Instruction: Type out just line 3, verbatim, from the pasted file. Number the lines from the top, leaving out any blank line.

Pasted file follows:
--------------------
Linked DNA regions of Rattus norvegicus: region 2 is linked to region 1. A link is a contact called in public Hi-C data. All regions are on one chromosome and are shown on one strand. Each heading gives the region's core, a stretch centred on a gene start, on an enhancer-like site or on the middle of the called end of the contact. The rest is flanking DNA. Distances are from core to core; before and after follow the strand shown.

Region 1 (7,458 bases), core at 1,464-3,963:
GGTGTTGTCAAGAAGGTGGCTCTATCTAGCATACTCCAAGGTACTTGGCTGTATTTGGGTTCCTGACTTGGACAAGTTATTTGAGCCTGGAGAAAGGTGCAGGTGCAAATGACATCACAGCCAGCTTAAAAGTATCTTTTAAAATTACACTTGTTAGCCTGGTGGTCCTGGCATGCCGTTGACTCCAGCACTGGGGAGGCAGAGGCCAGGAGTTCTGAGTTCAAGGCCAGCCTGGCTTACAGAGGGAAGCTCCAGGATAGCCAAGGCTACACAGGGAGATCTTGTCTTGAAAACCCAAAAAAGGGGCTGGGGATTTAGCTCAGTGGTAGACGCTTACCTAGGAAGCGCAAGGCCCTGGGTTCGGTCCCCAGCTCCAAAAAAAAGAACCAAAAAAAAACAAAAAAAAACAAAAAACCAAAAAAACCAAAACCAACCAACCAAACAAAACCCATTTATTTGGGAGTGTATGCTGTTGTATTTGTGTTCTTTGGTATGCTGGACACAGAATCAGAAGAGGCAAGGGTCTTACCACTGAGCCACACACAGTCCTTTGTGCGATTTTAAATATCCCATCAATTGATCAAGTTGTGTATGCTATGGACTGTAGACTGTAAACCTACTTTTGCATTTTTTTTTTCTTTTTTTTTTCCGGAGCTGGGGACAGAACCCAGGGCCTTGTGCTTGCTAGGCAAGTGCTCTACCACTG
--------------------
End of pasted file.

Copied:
GGTGTTGTCAAGAAGGTGGCTCTATCTAGCATACTCCAAGGTACTTGGCTGTATTTGGGTTCCTGACTTGGACAAGTTATTTGAGCCTGGAGAAAGGTGCAGGTGCAAATGACATCACAGCCAGCTTAAAAGTATCTTTTAAAATTACACTTGTTAGCCTGGTGGTCCTGGCATGCCGTTGACTCCAGCACTGGGGAGGCAGAGGCCAGGAGTTCTGAGTTCAAGGCCAGCCTGGCTTACAGAGGGAAGCTCCAGGATAGCCAAGGCTACACAGGGAGATCTTGTCTTGAAAACCCAAAAAAGGGGCTGGGGATTTAGCTCAGTGGTAGACGCTTACCTAGGAAGCGCAAGGCCCTGGGTTCGGTCCCCAGCTCCAAAAAAAAGAACCAAAAAAAAACAAAAAAAAACAAAAAACCAAAAAAACCAAAACCAACCAACCAAACAAAACCCATTTATTTGGGAGTGTATGCTGTTGTATTTGTGTTCTTTGGTATGCTGGACACAGAATCAGAAGAGGCAAGGGTCTTACCACTGAGCCACACACAGTCCTTTGTGCGATTTTAAATATCCCATCAATTGATCAAGTTGTGTATGCTATGGACTGTAGACTGTAAACCTACTTTTGCATTTTTTTTTTCTTTTTTTTTTCCGGAGCTGGGGACAGAACCCAGGGCCTTGTGCTTGCTAGGCAAGTGCTCTACCACTG